There is only a finite amount of time people can work, and the company should be built around technology and processes that empower these people to use their best talents more often for greater effect. For instance, Susan is amazing at relationship sales, but she can't get on the phone enough because she's always writing follow up nurture emails. On the other hand, Sam in product has 101 ideas about how to improve the company's service offering, but he can't get away from admin duties. In both of these cases, a CRM will improve their working lives and as the CRM implementer leads, it is your job to highlight this to them.
Remember, successful change management isn’t just the new system being updated, it's in many ways more about the people and enabling them with effective processes and use cases being improved alongside the technology. However, this can be a difficult narrative to entrench in a business and, unfortunately, conversations around this situation can be tense, as often people don’t like change. In the next section we look at how you can positively affect change when working through internal friction.
How to navigate conversations with internal stakeholders
Sometimes, there will be issues for implementers who are navigating internal stakeholders who may be wary of a new CRM. Technology in and of itself will not solve systemic problems. As humans, we're great at using technology to bypass issues without confronting the simpler and larger issues. But as we have said previously, a CRM is for the benefit of the people involved in the business and this should always be front of mind.
A well thought-out, well organised CRM implementation could bypass all your issues and bypass or replace some workers, but this approach will hit the rocks. As the implementer, you need to focus on bending the CRM to make the lives of the users better and aim for mass adoption and buy-in. Flexibility and awareness are a core component of any CRM implementation.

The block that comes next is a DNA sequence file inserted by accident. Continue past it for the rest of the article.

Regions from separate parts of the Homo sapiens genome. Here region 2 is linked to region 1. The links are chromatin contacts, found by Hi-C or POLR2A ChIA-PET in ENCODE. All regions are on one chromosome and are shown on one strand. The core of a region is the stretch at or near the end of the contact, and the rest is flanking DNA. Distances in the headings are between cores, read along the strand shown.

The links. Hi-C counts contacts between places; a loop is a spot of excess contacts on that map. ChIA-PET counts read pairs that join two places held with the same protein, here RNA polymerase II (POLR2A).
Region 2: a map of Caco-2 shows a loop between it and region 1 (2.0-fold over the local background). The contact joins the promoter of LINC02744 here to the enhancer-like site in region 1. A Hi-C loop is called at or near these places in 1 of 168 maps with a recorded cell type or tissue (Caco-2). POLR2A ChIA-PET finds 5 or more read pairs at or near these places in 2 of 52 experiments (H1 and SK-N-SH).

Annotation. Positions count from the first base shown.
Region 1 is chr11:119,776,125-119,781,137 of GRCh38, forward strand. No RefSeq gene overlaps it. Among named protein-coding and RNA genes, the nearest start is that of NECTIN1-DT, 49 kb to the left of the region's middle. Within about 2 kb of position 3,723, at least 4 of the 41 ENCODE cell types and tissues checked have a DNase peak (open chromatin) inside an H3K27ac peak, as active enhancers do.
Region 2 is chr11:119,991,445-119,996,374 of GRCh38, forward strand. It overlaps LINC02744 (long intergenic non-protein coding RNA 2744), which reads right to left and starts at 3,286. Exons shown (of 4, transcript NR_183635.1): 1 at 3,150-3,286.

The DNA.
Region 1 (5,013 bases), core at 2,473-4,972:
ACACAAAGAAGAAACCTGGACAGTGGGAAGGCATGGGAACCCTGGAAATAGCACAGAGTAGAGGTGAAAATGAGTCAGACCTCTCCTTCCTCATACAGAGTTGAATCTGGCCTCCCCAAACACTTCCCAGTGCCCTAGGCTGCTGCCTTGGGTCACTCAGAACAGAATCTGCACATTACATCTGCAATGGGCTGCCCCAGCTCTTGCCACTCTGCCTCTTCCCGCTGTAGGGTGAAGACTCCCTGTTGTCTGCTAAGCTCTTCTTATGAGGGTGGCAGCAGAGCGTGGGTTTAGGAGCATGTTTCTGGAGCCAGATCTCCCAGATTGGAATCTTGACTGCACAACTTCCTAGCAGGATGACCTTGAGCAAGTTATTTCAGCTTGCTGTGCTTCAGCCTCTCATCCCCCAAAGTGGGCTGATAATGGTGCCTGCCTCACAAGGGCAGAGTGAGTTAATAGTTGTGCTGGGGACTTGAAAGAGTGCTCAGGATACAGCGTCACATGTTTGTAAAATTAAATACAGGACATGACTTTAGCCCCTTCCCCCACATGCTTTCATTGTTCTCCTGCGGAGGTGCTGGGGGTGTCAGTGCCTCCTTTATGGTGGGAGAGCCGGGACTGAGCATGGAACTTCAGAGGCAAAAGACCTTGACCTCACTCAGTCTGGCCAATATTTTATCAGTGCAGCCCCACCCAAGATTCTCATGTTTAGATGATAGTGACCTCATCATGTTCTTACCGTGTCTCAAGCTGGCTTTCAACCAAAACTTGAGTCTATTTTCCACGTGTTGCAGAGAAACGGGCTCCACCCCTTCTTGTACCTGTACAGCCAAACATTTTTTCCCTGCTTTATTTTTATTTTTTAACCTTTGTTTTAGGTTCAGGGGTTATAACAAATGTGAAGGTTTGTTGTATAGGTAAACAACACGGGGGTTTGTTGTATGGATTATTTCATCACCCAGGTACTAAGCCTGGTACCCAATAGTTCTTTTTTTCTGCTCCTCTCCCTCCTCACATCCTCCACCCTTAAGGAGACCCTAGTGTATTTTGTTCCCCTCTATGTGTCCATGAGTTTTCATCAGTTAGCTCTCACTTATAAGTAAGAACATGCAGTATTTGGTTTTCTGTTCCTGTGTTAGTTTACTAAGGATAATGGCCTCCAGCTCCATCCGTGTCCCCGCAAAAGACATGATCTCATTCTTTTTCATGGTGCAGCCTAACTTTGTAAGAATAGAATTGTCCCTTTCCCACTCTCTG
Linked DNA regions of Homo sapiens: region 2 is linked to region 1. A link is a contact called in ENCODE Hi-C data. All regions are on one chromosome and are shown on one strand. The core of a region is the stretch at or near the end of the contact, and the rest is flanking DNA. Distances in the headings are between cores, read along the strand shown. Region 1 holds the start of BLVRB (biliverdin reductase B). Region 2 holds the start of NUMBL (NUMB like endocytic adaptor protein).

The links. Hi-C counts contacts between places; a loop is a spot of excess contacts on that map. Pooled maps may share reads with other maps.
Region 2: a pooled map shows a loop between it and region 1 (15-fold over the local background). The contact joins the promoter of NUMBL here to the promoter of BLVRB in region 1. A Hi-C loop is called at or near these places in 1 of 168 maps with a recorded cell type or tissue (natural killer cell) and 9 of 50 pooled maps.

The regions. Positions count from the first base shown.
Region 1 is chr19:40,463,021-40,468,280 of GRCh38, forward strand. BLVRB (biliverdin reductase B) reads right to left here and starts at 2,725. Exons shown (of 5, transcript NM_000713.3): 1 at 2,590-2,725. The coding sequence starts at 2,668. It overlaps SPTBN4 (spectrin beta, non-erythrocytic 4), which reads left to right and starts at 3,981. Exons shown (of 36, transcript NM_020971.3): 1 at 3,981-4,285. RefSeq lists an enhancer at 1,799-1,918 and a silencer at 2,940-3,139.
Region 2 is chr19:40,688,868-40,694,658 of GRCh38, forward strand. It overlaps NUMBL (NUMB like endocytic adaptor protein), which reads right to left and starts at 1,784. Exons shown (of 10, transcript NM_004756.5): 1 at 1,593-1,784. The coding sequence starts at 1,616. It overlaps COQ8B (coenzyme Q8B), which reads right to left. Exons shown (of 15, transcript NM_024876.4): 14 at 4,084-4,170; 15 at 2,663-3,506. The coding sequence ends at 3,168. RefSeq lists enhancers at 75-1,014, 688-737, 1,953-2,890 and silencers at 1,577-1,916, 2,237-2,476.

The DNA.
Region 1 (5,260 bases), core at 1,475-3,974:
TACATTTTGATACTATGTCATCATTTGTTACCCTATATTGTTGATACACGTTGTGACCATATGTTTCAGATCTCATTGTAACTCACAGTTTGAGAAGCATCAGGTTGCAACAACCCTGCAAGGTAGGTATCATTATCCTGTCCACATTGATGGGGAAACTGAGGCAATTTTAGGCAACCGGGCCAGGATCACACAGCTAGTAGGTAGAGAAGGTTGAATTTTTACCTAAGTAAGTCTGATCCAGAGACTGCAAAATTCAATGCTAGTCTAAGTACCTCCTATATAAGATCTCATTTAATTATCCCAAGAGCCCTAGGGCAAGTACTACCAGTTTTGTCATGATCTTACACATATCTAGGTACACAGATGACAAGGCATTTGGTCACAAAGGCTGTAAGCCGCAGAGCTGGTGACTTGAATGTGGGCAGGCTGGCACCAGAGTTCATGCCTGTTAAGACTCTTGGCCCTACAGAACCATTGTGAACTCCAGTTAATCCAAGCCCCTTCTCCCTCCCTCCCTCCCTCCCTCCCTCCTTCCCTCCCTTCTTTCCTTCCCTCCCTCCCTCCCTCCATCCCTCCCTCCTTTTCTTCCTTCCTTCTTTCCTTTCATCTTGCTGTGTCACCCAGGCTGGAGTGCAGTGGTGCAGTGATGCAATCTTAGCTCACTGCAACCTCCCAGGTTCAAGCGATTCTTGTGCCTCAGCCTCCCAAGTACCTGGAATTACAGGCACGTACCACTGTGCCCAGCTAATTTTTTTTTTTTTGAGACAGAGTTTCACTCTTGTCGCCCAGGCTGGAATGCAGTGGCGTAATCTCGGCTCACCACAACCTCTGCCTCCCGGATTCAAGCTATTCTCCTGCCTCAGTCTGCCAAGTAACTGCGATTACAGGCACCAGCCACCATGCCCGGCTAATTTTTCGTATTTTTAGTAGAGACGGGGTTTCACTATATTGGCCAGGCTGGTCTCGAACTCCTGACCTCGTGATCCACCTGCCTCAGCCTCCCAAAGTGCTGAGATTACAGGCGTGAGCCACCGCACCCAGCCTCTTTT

A 0.01% increase in efficiency won't be as powerful as an entire sales team working effectively and happily in a new CRM.
As the implementer, you and your team need to be self-aware in your ability to organise and execute aspects of the implementation project and empower the user to problem-solve themselves.
The best approach for success is for you to vet, qualify, and align the users' processes, staff and tools. Firstly, focus on how you solve their problems and be clear and positive about what they will be required to do to achieve this.
If users won’t adopt the new system, you run the risk of leaving them with a system that is never adopted. The onus is on you to ensure they have a full understanding of the responsibilities they have and the benefits this will bring to them.
To successfully implement a CRM you need to make allies, friends, and champions within the organisation.
Humans can be very predictable and tribal; we work better with people we like and we get jealous easily. You need to use these two facts to secure buy-in throughout the entire organisation.
Firstly, identify not only the major stakeholders within the company, but also the “doers”, as these people are going to be key in helping you with the technical details. Get these people on-board by listening to their needs and making friends with them. Ensure that you work with and listen to every member of the team who will be exposed to the CRM. These people matter the most when aligning the project, so don't alienate them by listening to one group over the other.
Your job isn’t to get dragged into internal politics; it’s to help align the company.